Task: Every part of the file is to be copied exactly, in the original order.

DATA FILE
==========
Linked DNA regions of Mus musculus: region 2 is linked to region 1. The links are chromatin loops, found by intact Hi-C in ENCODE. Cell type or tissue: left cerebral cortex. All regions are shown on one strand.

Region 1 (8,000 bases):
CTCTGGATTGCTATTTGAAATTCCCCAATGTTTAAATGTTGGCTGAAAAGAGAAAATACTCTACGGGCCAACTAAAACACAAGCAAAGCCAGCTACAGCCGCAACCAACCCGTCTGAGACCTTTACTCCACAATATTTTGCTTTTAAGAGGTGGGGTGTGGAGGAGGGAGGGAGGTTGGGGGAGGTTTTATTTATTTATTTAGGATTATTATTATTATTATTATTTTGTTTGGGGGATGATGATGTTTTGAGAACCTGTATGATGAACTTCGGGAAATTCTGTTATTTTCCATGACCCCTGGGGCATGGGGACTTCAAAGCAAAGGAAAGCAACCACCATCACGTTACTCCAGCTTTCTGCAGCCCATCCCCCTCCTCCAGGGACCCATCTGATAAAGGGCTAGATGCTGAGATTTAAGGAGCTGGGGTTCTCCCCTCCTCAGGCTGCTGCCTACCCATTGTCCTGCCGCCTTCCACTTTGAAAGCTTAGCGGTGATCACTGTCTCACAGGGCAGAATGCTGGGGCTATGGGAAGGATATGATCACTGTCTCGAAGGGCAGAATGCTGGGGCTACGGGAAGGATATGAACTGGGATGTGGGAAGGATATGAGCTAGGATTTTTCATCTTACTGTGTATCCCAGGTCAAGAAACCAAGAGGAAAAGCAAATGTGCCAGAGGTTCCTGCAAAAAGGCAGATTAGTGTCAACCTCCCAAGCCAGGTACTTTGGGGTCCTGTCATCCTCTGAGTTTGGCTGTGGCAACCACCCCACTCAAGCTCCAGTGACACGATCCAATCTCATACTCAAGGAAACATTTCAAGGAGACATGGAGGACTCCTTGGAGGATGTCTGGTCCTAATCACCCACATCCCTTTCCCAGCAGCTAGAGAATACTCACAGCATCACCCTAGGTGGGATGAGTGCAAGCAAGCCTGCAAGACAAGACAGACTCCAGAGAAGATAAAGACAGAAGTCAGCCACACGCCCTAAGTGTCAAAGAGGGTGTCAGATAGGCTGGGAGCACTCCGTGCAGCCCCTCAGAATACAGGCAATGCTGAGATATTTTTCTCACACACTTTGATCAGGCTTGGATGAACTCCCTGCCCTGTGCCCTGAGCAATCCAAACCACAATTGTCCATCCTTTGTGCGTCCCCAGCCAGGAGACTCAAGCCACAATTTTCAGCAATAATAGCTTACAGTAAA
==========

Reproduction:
Linked DNA regions of Mus musculus: region 2 is linked to region 1. The links are chromatin loops, found by intact Hi-C in ENCODE. Cell type or tissue: left cerebral cortex. All regions are shown on one strand.

Region 1 (8,000 bases):
CTCTGGATTGCTATTTGAAATTCCCCAATGTTTAAATGTTGGCTGAAAAGAGAAAATACTCTACGGGCCAACTAAAACACAAGCAAAGCCAGCTACAGCCGCAACCAACCCGTCTGAGACCTTTACTCCACAATATTTTGCTTTTAAGAGGTGGGGTGTGGAGGAGGGAGGGAGGTTGGGGGAGGTTTTATTTATTTATTTAGGATTATTATTATTATTATTATTTTGTTTGGGGGATGATGATGTTTTGAGAACCTGTATGATGAACTTCGGGAAATTCTGTTATTTTCCATGACCCCTGGGGCATGGGGACTTCAAAGCAAAGGAAAGCAACCACCATCACGTTACTCCAGCTTTCTGCAGCCCATCCCCCTCCTCCAGGGACCCATCTGATAAAGGGCTAGATGCTGAGATTTAAGGAGCTGGGGTTCTCCCCTCCTCAGGCTGCTGCCTACCCATTGTCCTGCCGCCTTCCACTTTGAAAGCTTAGCGGTGATCACTGTCTCACAGGGCAGAATGCTGGGGCTATGGGAAGGATATGATCACTGTCTCGAAGGGCAGAATGCTGGGGCTACGGGAAGGATATGAACTGGGATGTGGGAAGGATATGAGCTAGGATTTTTCATCTTACTGTGTATCCCAGGTCAAGAAACCAAGAGGAAAAGCAAATGTGCCAGAGGTTCCTGCAAAAAGGCAGATTAGTGTCAACCTCCCAAGCCAGGTACTTTGGGGTCCTGTCATCCTCTGAGTTTGGCTGTGGCAACCACCCCACTCAAGCTCCAGTGACACGATCCAATCTCATACTCAAGGAAACATTTCAAGGAGACATGGAGGACTCCTTGGAGGATGTCTGGTCCTAATCACCCACATCCCTTTCCCAGCAGCTAGAGAATACTCACAGCATCACCCTAGGTGGGATGAGTGCAAGCAAGCCTGCAAGACAAGACAGACTCCAGAGAAGATAAAGACAGAAGTCAGCCACACGCCCTAAGTGTCAAAGAGGGTGTCAGATAGGCTGGGAGCACTCCGTGCAGCCCCTCAGAATACAGGCAATGCTGAGATATTTTTCTCACACACTTTGATCAGGCTTGGATGAACTCCCTGCCCTGTGCCCTGAGCAATCCAAACCACAATTGTCCATCCTTTGTGCGTCCCCAGCCAGGAGACTCAAGCCACAATTTTCAGCAATAATAGCTTACAGTAAA